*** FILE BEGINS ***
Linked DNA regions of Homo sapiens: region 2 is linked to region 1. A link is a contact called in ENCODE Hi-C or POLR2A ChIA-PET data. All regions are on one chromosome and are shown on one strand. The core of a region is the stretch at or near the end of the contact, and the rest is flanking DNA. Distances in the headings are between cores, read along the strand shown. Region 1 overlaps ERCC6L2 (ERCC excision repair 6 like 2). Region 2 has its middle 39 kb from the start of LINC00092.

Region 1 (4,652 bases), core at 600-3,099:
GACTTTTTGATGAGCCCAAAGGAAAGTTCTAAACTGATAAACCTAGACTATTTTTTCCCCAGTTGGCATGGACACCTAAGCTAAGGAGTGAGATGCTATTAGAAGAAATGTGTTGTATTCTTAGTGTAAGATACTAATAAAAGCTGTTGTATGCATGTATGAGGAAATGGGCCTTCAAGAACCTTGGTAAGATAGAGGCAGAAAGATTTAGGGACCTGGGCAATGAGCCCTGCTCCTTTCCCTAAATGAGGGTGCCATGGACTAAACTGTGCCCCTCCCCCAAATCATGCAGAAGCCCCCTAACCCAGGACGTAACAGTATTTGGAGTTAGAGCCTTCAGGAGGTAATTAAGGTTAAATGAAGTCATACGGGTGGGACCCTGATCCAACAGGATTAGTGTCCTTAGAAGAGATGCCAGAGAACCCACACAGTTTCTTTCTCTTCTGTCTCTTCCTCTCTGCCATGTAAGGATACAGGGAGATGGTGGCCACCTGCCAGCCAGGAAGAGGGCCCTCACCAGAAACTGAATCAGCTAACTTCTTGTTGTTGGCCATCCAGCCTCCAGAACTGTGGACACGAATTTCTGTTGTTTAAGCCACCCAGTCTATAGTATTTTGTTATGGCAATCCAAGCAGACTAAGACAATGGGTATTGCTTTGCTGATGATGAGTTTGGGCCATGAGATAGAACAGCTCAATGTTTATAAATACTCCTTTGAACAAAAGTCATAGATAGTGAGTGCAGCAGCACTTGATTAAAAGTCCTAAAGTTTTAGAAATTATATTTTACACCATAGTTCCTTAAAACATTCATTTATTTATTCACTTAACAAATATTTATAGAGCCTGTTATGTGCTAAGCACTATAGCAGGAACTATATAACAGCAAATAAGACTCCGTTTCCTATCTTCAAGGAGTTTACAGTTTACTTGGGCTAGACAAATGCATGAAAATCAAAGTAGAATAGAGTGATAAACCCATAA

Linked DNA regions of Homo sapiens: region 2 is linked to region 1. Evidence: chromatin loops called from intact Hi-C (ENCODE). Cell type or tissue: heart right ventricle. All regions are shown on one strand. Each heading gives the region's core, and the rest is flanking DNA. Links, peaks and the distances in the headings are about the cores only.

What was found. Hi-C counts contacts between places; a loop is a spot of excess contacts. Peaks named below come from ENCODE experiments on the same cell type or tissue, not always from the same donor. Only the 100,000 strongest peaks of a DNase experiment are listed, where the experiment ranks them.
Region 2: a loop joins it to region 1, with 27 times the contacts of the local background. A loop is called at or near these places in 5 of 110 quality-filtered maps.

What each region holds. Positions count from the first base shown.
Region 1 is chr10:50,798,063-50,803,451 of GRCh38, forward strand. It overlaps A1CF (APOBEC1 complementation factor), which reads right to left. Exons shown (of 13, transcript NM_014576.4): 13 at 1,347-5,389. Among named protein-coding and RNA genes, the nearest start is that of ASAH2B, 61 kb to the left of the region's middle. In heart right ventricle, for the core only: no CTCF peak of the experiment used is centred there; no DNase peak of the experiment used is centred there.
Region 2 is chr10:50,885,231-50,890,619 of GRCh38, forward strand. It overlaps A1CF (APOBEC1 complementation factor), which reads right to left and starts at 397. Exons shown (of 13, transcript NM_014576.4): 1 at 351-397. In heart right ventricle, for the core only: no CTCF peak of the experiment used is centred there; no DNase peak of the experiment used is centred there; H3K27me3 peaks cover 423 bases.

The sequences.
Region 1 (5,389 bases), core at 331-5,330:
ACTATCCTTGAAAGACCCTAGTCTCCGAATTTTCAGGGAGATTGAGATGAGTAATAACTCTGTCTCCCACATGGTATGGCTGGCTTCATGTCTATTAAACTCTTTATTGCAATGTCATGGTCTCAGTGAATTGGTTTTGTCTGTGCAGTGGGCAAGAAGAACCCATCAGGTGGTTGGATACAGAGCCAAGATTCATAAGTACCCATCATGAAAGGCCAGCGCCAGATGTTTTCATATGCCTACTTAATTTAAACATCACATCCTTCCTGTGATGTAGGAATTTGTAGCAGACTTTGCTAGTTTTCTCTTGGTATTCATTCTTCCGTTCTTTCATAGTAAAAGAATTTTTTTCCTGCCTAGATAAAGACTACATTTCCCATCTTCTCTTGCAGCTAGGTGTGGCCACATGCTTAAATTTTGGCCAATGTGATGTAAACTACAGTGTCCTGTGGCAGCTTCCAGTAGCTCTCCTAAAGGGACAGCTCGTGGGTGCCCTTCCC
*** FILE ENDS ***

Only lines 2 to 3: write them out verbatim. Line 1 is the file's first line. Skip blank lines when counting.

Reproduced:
Region 1 (4,652 bases), core at 600-3,099:
GACTTTTTGATGAGCCCAAAGGAAAGTTCTAAACTGATAAACCTAGACTATTTTTTCCCCAGTTGGCATGGACACCTAAGCTAAGGAGTGAGATGCTATTAGAAGAAATGTGTTGTATTCTTAGTGTAAGATACTAATAAAAGCTGTTGTATGCATGTATGAGGAAATGGGCCTTCAAGAACCTTGGTAAGATAGAGGCAGAAAGATTTAGGGACCTGGGCAATGAGCCCTGCTCCTTTCCCTAAATGAGGGTGCCATGGACTAAACTGTGCCCCTCCCCCAAATCATGCAGAAGCCCCCTAACCCAGGACGTAACAGTATTTGGAGTTAGAGCCTTCAGGAGGTAATTAAGGTTAAATGAAGTCATACGGGTGGGACCCTGATCCAACAGGATTAGTGTCCTTAGAAGAGATGCCAGAGAACCCACACAGTTTCTTTCTCTTCTGTCTCTTCCTCTCTGCCATGTAAGGATACAGGGAGATGGTGGCCACCTGCCAGCCAGGAAGAGGGCCCTCACCAGAAACTGAATCAGCTAACTTCTTGTTGTTGGCCATCCAGCCTCCAGAACTGTGGACACGAATTTCTGTTGTTTAAGCCACCCAGTCTATAGTATTTTGTTATGGCAATCCAAGCAGACTAAGACAATGGGTATTGCTTTGCTGATGATGAGTTTGGGCCATGAGATAGAACAGCTCAATGTTTATAAATACTCCTTTGAACAAAAGTCATAGATAGTGAGTGCAGCAGCACTTGATTAAAAGTCCTAAAGTTTTAGAAATTATATTTTACACCATAGTTCCTTAAAACATTCATTTATTTATTCACTTAACAAATATTTATAGAGCCTGTTATGTGCTAAGCACTATAGCAGGAACTATATAACAGCAAATAAGACTCCGTTTCCTATCTTCAAGGAGTTTACAGTTTACTTGGGCTAGACAAATGCATGAAAATCAAAGTAGAATAGAGTGATAAACCCATAA